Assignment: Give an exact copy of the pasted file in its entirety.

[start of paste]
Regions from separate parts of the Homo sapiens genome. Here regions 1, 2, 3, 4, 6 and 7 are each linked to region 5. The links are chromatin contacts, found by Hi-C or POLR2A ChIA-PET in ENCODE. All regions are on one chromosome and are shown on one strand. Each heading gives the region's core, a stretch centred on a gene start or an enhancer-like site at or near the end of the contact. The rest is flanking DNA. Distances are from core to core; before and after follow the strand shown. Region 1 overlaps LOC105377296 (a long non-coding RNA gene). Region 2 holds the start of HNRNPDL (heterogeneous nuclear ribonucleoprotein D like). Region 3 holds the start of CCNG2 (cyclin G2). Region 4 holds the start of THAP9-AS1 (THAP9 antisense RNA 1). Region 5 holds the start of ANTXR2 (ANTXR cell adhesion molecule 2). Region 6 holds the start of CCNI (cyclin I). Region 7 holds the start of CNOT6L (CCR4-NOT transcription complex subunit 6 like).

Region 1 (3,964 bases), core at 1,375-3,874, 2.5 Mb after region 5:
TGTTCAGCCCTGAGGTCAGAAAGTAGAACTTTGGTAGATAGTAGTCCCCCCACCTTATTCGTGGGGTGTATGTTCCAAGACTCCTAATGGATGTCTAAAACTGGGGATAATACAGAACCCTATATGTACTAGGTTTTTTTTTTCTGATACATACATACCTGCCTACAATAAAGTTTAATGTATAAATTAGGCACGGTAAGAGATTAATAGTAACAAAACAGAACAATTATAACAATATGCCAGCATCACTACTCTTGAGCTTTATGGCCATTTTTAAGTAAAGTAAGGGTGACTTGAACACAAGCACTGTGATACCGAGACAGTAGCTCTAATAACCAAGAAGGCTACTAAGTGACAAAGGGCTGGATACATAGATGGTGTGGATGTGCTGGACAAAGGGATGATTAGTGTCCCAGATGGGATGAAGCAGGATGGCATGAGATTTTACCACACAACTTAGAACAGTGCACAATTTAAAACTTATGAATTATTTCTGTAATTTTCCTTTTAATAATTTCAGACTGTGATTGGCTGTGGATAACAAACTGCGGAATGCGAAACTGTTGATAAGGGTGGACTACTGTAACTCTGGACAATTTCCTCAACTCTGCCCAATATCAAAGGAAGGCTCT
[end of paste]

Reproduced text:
Regions from separate parts of the Homo sapiens genome. Here regions 1, 2, 3, 4, 6 and 7 are each linked to region 5. The links are chromatin contacts, found by Hi-C or POLR2A ChIA-PET in ENCODE. All regions are on one chromosome and are shown on one strand. Each heading gives the region's core, a stretch centred on a gene start or an enhancer-like site at or near the end of the contact. The rest is flanking DNA. Distances are from core to core; before and after follow the strand shown. Region 1 overlaps LOC105377296 (a long non-coding RNA gene). Region 2 holds the start of HNRNPDL (heterogeneous nuclear ribonucleoprotein D like). Region 3 holds the start of CCNG2 (cyclin G2). Region 4 holds the start of THAP9-AS1 (THAP9 antisense RNA 1). Region 5 holds the start of ANTXR2 (ANTXR cell adhesion molecule 2). Region 6 holds the start of CCNI (cyclin I). Region 7 holds the start of CNOT6L (CCR4-NOT transcription complex subunit 6 like).

Region 1 (3,964 bases), core at 1,375-3,874, 2.5 Mb after region 5:
TGTTCAGCCCTGAGGTCAGAAAGTAGAACTTTGGTAGATAGTAGTCCCCCCACCTTATTCGTGGGGTGTATGTTCCAAGACTCCTAATGGATGTCTAAAACTGGGGATAATACAGAACCCTATATGTACTAGGTTTTTTTTTTCTGATACATACATACCTGCCTACAATAAAGTTTAATGTATAAATTAGGCACGGTAAGAGATTAATAGTAACAAAACAGAACAATTATAACAATATGCCAGCATCACTACTCTTGAGCTTTATGGCCATTTTTAAGTAAAGTAAGGGTGACTTGAACACAAGCACTGTGATACCGAGACAGTAGCTCTAATAACCAAGAAGGCTACTAAGTGACAAAGGGCTGGATACATAGATGGTGTGGATGTGCTGGACAAAGGGATGATTAGTGTCCCAGATGGGATGAAGCAGGATGGCATGAGATTTTACCACACAACTTAGAACAGTGCACAATTTAAAACTTATGAATTATTTCTGTAATTTTCCTTTTAATAATTTCAGACTGTGATTGGCTGTGGATAACAAACTGCGGAATGCGAAACTGTTGATAAGGGTGGACTACTGTAACTCTGGACAATTTCCTCAACTCTGCCCAATATCAAAGGAAGGCTCT